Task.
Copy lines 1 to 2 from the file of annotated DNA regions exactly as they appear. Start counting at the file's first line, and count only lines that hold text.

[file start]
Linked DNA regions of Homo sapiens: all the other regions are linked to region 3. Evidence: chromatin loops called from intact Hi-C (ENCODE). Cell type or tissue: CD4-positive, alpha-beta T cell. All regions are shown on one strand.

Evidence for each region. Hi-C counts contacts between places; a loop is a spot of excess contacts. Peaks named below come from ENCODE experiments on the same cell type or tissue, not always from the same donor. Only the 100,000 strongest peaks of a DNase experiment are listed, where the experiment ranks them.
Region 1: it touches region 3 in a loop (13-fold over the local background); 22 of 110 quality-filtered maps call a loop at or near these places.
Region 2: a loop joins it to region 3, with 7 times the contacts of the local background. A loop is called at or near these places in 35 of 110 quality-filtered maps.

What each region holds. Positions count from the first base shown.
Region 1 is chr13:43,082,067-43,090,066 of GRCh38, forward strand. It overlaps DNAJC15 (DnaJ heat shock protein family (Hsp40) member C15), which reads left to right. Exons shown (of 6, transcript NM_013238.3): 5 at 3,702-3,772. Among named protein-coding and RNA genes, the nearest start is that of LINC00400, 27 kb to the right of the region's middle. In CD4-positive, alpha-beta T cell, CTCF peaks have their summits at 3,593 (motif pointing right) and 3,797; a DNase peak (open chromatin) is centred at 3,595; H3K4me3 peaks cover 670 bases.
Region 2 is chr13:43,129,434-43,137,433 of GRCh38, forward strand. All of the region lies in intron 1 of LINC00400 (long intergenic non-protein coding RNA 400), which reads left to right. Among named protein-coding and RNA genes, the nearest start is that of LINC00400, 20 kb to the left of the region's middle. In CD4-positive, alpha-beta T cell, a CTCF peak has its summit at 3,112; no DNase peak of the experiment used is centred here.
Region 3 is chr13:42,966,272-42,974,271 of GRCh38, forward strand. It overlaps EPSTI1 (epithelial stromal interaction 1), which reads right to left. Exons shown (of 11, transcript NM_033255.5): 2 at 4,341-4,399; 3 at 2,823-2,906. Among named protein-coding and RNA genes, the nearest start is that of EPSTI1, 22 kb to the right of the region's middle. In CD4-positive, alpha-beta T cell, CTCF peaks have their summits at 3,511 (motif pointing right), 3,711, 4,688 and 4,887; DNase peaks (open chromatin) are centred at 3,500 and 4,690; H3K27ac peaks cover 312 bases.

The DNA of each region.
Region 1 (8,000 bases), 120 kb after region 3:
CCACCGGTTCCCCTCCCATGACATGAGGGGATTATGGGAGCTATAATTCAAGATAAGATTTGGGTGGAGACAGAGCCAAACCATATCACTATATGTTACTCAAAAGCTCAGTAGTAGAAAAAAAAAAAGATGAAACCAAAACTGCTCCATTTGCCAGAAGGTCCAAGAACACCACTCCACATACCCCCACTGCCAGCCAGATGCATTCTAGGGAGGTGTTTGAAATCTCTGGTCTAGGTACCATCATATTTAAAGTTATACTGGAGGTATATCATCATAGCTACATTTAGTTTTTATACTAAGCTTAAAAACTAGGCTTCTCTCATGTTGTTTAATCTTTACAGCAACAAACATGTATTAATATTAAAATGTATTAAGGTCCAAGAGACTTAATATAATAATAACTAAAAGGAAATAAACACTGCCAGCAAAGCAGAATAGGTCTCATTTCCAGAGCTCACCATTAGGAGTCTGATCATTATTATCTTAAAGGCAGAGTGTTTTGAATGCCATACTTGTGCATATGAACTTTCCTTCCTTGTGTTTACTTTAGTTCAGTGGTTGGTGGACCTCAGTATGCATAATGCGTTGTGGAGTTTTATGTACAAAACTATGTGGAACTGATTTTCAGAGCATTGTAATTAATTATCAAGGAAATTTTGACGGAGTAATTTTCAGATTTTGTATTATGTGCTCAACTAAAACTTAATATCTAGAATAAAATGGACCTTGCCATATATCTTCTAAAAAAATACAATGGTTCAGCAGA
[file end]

Linked DNA regions of Homo sapiens: all the other regions are linked to region 3. Evidence: chromatin loops called from intact Hi-C (ENCODE). Cell type or tissue: CD4-positive, alpha-beta T cell. All regions are shown on one strand.

Evidence for each region. Hi-C counts contacts between places; a loop is a spot of excess contacts. Peaks named below come from ENCODE experiments on the same cell type or tissue, not always from the same donor. Only the 100,000 strongest peaks of a DNase experiment are listed, where the experiment ranks them.